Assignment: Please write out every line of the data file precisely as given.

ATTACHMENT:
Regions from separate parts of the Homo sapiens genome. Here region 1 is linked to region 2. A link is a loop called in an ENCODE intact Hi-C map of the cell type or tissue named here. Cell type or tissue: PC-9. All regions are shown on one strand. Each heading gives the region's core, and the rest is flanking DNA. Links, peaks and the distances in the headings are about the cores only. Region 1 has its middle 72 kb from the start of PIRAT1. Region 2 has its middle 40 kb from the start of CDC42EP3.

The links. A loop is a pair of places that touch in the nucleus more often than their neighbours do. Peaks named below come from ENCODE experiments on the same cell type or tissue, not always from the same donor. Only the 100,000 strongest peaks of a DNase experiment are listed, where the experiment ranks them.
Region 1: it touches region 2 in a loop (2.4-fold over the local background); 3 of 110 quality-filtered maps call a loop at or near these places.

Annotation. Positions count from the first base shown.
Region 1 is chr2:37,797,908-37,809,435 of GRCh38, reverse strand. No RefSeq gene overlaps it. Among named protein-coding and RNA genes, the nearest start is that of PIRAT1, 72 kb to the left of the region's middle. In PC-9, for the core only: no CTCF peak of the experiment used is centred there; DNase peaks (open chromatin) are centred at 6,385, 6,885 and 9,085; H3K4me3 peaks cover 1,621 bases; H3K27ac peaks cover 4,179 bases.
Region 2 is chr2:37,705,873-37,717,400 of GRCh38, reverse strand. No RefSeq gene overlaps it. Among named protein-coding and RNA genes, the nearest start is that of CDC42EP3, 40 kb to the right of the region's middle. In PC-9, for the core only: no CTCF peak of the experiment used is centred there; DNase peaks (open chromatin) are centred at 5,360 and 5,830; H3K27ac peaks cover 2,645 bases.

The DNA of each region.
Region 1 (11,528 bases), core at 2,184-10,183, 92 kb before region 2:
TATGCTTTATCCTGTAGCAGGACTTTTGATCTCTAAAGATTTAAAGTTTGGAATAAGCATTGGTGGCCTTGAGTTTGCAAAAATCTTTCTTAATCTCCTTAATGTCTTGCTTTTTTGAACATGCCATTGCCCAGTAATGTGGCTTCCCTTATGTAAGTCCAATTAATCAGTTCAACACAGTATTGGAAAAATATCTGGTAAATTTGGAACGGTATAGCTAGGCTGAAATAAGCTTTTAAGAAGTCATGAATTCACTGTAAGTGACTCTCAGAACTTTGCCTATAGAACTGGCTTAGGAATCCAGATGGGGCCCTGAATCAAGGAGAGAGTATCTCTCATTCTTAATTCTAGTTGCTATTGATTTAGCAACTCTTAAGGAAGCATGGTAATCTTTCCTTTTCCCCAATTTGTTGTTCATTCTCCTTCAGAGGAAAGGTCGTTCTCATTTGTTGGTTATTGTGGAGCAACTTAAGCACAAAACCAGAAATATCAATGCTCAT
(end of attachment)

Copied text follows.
Regions from separate parts of the Homo sapiens genome. Here region 1 is linked to region 2. A link is a loop called in an ENCODE intact Hi-C map of the cell type or tissue named here. Cell type or tissue: PC-9. All regions are shown on one strand. Each heading gives the region's core, and the rest is flanking DNA. Links, peaks and the distances in the headings are about the cores only. Region 1 has its middle 72 kb from the start of PIRAT1. Region 2 has its middle 40 kb from the start of CDC42EP3.

The links. A loop is a pair of places that touch in the nucleus more often than their neighbours do. Peaks named below come from ENCODE experiments on the same cell type or tissue, not always from the same donor. Only the 100,000 strongest peaks of a DNase experiment are listed, where the experiment ranks them.
Region 1: it touches region 2 in a loop (2.4-fold over the local background); 3 of 110 quality-filtered maps call a loop at or near these places.

Annotation. Positions count from the first base shown.
Region 1 is chr2:37,797,908-37,809,435 of GRCh38, reverse strand. No RefSeq gene overlaps it. Among named protein-coding and RNA genes, the nearest start is that of PIRAT1, 72 kb to the left of the region's middle. In PC-9, for the core only: no CTCF peak of the experiment used is centred there; DNase peaks (open chromatin) are centred at 6,385, 6,885 and 9,085; H3K4me3 peaks cover 1,621 bases; H3K27ac peaks cover 4,179 bases.
Region 2 is chr2:37,705,873-37,717,400 of GRCh38, reverse strand. No RefSeq gene overlaps it. Among named protein-coding and RNA genes, the nearest start is that of CDC42EP3, 40 kb to the right of the region's middle. In PC-9, for the core only: no CTCF peak of the experiment used is centred there; DNase peaks (open chromatin) are centred at 5,360 and 5,830; H3K27ac peaks cover 2,645 bases.

The DNA of each region.
Region 1 (11,528 bases), core at 2,184-10,183, 92 kb before region 2:
TATGCTTTATCCTGTAGCAGGACTTTTGATCTCTAAAGATTTAAAGTTTGGAATAAGCATTGGTGGCCTTGAGTTTGCAAAAATCTTTCTTAATCTCCTTAATGTCTTGCTTTTTTGAACATGCCATTGCCCAGTAATGTGGCTTCCCTTATGTAAGTCCAATTAATCAGTTCAACACAGTATTGGAAAAATATCTGGTAAATTTGGAACGGTATAGCTAGGCTGAAATAAGCTTTTAAGAAGTCATGAATTCACTGTAAGTGACTCTCAGAACTTTGCCTATAGAACTGGCTTAGGAATCCAGATGGGGCCCTGAATCAAGGAGAGAGTATCTCTCATTCTTAATTCTAGTTGCTATTGATTTAGCAACTCTTAAGGAAGCATGGTAATCTTTCCTTTTCCCCAATTTGTTGTTCATTCTCCTTCAGAGGAAAGGTCGTTCTCATTTGTTGGTTATTGTGGAGCAACTTAAGCACAAAACCAGAAATATCAATGCTCAT